Non-traditional ways of achieving a business qualification are becoming more common and popular internationally. In this case study from New Zealand, a joint delivery model including full credit between two higher education institutions, a vocational-based polytechnic and a traditional university, shows the strong foundations that can be built to assist a diverse student group moving into higher levels of study.
A representative sample of graduates (2009-2014) from the New Zealand Diploma in Business taught at a polytechnic who then progressed to a business or management degree with a partner university were surveyed to gauge student expectations and experiences of both study environments. In particular, the survey focused on how the diploma programme assists the students in transitioning from a vocational based introductory programme to an academic business degree. Graduates’ employment outcomes were then compared to their initial enrollment expectations and key contributors to success were identified.

The paper describes the findings from the study and discusses the implications for those who are managing and teaching the qualifications at both levels. The overall purpose of the inquiry is to ensure that the quality of the student experience is enhanced and the teaching and learning delivery options offered through this inter-institutional approach are aligned to the needs and expectations of the learners. Of particular interest are the comments from students around both content knowledge and skills generated through their studies that have directly contributed to their current work role and the connection they make between the polytechnic and university experience and their longer term career aspirations. Key skills graduates gained as outcomes of the NZ Diploma in Business qualification were identified relative to their current employment.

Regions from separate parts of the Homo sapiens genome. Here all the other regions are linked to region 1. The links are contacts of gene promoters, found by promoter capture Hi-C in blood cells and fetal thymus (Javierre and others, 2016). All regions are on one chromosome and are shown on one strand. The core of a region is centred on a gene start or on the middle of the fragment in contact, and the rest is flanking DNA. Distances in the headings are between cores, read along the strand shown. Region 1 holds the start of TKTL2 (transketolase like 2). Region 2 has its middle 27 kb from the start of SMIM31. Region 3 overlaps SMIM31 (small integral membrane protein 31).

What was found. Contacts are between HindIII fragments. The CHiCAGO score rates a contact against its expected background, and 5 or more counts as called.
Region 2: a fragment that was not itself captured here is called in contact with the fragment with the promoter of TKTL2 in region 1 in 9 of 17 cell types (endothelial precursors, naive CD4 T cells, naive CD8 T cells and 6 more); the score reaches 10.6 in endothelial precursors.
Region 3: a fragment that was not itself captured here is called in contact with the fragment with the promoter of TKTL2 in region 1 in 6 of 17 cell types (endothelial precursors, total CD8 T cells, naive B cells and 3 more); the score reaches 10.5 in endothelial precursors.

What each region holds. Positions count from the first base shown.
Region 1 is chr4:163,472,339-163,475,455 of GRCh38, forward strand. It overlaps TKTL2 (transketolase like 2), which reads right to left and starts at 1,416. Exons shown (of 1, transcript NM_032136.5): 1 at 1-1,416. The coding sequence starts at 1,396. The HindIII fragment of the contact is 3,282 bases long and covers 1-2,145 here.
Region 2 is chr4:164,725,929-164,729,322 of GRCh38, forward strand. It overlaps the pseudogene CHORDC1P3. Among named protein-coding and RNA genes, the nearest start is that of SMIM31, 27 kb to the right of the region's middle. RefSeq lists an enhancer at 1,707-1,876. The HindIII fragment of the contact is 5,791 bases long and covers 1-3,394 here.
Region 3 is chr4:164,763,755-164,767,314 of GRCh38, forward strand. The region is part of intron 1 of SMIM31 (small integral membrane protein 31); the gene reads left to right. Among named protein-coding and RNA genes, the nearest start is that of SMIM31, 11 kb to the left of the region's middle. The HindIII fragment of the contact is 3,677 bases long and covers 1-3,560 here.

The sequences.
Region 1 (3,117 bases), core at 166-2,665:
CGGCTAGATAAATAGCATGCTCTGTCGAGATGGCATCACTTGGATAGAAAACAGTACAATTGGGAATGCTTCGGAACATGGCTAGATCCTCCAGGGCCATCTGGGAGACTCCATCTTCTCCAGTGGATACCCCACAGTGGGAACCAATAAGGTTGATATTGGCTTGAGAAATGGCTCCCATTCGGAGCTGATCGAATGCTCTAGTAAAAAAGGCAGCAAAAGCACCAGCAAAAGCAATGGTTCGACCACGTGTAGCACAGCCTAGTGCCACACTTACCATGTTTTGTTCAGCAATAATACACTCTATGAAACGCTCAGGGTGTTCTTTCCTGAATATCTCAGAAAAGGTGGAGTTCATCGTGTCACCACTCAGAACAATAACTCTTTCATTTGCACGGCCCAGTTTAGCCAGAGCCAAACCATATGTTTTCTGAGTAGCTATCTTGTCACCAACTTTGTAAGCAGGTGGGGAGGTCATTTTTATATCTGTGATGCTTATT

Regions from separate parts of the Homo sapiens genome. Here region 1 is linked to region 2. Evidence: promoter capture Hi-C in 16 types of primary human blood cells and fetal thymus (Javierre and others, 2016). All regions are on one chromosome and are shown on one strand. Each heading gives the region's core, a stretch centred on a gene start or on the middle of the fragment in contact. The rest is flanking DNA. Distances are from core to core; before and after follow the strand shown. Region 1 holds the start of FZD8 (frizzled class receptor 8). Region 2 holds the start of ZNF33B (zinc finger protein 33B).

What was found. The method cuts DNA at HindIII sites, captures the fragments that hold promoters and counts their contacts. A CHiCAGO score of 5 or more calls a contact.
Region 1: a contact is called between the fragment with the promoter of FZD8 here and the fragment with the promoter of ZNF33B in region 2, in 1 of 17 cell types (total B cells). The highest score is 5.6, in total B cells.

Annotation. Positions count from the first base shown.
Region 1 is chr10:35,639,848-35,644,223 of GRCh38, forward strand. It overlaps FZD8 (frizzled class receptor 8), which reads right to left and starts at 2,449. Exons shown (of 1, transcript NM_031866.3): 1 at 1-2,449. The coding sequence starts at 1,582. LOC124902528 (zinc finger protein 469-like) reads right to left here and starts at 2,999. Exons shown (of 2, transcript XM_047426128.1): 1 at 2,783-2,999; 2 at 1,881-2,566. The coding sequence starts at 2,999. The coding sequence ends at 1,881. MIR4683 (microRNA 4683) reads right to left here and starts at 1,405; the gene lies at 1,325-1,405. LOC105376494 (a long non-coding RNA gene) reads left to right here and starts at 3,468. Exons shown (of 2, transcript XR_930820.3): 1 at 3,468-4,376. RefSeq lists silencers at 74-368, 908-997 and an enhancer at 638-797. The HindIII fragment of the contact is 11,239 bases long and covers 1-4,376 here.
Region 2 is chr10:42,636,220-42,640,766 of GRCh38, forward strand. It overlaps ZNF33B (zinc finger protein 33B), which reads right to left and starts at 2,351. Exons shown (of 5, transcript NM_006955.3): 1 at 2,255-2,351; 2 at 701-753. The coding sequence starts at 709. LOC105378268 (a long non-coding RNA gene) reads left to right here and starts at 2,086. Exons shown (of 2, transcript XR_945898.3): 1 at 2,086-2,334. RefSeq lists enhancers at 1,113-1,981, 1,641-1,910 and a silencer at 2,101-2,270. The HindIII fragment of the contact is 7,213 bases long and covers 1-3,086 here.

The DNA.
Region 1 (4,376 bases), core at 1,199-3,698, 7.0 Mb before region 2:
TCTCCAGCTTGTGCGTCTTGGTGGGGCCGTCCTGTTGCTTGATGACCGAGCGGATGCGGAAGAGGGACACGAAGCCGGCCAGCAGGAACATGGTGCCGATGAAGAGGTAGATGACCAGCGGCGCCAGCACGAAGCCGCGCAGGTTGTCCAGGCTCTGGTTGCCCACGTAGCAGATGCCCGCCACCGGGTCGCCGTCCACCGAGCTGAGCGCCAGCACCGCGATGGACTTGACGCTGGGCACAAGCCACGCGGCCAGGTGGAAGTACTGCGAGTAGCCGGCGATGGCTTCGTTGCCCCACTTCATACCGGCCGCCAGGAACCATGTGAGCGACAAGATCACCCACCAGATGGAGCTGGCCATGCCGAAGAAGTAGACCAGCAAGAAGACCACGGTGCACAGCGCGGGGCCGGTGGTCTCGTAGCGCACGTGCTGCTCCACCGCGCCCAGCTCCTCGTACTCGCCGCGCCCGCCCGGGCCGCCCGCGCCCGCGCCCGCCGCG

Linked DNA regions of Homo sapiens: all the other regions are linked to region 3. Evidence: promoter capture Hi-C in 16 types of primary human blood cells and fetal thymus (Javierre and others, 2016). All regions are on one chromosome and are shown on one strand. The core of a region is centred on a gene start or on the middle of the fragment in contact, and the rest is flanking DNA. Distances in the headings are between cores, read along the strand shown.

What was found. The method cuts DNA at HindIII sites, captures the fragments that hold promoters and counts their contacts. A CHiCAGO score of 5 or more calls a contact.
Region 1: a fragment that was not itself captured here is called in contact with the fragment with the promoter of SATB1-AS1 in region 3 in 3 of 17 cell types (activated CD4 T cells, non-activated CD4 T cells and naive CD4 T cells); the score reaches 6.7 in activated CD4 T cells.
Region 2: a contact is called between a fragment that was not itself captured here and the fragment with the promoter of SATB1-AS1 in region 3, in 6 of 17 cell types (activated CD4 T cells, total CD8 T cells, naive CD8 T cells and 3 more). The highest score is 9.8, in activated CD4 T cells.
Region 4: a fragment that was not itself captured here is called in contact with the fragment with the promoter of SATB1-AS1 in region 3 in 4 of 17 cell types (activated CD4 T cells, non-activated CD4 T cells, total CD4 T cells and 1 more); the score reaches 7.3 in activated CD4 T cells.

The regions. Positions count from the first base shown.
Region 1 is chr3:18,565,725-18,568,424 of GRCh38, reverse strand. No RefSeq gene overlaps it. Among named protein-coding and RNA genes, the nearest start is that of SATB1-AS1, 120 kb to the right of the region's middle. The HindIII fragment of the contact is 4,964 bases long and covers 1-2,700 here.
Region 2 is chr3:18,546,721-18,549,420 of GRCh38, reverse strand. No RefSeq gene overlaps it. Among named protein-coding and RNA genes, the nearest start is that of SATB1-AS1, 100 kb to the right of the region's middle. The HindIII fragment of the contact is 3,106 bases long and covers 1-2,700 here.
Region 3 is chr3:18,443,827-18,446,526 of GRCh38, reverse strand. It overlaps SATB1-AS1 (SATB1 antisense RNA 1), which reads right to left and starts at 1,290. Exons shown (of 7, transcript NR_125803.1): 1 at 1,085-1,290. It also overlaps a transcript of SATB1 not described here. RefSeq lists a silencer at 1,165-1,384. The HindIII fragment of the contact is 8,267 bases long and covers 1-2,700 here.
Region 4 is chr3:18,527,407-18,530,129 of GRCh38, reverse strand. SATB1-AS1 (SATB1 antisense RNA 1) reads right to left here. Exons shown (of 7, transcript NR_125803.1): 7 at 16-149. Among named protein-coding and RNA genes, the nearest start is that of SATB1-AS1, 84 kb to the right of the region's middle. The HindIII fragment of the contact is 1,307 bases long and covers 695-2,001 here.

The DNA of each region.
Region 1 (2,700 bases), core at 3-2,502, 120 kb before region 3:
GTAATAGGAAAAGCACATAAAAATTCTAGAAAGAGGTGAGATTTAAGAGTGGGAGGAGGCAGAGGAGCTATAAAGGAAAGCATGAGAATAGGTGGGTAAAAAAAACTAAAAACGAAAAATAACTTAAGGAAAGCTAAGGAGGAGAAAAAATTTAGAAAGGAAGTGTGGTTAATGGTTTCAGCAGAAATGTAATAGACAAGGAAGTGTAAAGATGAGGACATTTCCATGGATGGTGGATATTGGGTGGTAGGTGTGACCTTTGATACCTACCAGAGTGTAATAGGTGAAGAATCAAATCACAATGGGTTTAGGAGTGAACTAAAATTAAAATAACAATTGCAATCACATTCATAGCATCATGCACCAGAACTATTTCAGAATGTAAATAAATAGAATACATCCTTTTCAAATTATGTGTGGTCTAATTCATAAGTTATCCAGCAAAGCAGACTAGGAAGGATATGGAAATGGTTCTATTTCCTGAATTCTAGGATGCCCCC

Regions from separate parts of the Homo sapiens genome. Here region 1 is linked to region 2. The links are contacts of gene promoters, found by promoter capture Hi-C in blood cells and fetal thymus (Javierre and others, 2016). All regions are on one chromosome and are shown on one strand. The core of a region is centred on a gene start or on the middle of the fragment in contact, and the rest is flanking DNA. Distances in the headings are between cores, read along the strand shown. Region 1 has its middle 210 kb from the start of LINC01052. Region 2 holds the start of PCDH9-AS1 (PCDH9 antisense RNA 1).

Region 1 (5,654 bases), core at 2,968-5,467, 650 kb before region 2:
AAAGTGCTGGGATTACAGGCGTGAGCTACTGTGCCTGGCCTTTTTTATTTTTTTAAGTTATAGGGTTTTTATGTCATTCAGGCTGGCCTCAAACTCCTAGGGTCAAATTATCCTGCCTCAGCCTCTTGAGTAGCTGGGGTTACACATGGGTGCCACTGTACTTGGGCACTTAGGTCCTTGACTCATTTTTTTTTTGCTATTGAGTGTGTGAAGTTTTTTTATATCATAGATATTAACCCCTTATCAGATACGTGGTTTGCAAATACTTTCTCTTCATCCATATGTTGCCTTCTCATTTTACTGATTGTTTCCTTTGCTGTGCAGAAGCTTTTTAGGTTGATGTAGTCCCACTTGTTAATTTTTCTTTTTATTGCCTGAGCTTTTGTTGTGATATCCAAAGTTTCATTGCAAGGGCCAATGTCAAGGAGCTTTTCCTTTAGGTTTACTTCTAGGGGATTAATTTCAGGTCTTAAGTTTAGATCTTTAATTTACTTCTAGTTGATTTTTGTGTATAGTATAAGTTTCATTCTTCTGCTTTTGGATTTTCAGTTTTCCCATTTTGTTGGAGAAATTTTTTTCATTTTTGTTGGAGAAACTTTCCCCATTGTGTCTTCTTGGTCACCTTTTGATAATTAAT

Other findings discussed include: Maori graduates are less likely to be employed and less likely to continue on to degree studies. Male graduates are less likely to use the diploma skills in their employment. Lower age group students rate the diploma more highly for preparing them for degree studies and in assisting them with completion of their degree than do mature students.

Overall the majority of participants were highly satisfied with the learning foundation that they built as a result of transitioning from a diploma programme into a fully-fledged university environment.